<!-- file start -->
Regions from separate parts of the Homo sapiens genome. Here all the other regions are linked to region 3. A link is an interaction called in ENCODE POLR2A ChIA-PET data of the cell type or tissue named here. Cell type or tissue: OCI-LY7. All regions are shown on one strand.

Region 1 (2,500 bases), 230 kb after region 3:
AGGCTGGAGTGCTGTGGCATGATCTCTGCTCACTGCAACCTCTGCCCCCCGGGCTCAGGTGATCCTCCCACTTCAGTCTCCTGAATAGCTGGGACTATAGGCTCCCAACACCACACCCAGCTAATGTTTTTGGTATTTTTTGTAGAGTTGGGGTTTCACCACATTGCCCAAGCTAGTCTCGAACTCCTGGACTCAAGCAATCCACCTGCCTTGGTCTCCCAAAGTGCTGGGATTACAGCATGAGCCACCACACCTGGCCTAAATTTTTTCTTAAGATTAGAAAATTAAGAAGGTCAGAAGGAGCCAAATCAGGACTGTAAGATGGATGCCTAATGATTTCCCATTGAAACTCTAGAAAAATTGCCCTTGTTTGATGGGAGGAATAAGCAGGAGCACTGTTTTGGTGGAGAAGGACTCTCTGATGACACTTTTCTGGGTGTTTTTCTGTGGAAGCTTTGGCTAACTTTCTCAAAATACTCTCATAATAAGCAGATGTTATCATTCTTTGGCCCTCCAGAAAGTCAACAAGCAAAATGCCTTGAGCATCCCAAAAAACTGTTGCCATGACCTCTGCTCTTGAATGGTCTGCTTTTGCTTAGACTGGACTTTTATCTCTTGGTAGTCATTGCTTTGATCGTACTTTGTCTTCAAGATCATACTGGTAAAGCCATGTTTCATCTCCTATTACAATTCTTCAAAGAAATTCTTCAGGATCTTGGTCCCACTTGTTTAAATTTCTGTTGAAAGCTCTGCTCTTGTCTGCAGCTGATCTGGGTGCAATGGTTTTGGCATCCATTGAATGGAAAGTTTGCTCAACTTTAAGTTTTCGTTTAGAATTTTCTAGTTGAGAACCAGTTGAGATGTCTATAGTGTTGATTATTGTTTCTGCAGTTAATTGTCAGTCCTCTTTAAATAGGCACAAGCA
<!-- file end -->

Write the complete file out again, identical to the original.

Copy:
Regions from separate parts of the Homo sapiens genome. Here all the other regions are linked to region 3. A link is an interaction called in ENCODE POLR2A ChIA-PET data of the cell type or tissue named here. Cell type or tissue: OCI-LY7. All regions are shown on one strand.

Region 1 (2,500 bases), 230 kb after region 3:
AGGCTGGAGTGCTGTGGCATGATCTCTGCTCACTGCAACCTCTGCCCCCCGGGCTCAGGTGATCCTCCCACTTCAGTCTCCTGAATAGCTGGGACTATAGGCTCCCAACACCACACCCAGCTAATGTTTTTGGTATTTTTTGTAGAGTTGGGGTTTCACCACATTGCCCAAGCTAGTCTCGAACTCCTGGACTCAAGCAATCCACCTGCCTTGGTCTCCCAAAGTGCTGGGATTACAGCATGAGCCACCACACCTGGCCTAAATTTTTTCTTAAGATTAGAAAATTAAGAAGGTCAGAAGGAGCCAAATCAGGACTGTAAGATGGATGCCTAATGATTTCCCATTGAAACTCTAGAAAAATTGCCCTTGTTTGATGGGAGGAATAAGCAGGAGCACTGTTTTGGTGGAGAAGGACTCTCTGATGACACTTTTCTGGGTGTTTTTCTGTGGAAGCTTTGGCTAACTTTCTCAAAATACTCTCATAATAAGCAGATGTTATCATTCTTTGGCCCTCCAGAAAGTCAACAAGCAAAATGCCTTGAGCATCCCAAAAAACTGTTGCCATGACCTCTGCTCTTGAATGGTCTGCTTTTGCTTAGACTGGACTTTTATCTCTTGGTAGTCATTGCTTTGATCGTACTTTGTCTTCAAGATCATACTGGTAAAGCCATGTTTCATCTCCTATTACAATTCTTCAAAGAAATTCTTCAGGATCTTGGTCCCACTTGTTTAAATTTCTGTTGAAAGCTCTGCTCTTGTCTGCAGCTGATCTGGGTGCAATGGTTTTGGCATCCATTGAATGGAAAGTTTGCTCAACTTTAAGTTTTCGTTTAGAATTTTCTAGTTGAGAACCAGTTGAGATGTCTATAGTGTTGATTATTGTTTCTGCAGTTAATTGTCAGTCCTCTTTAAATAGGCACAAGCA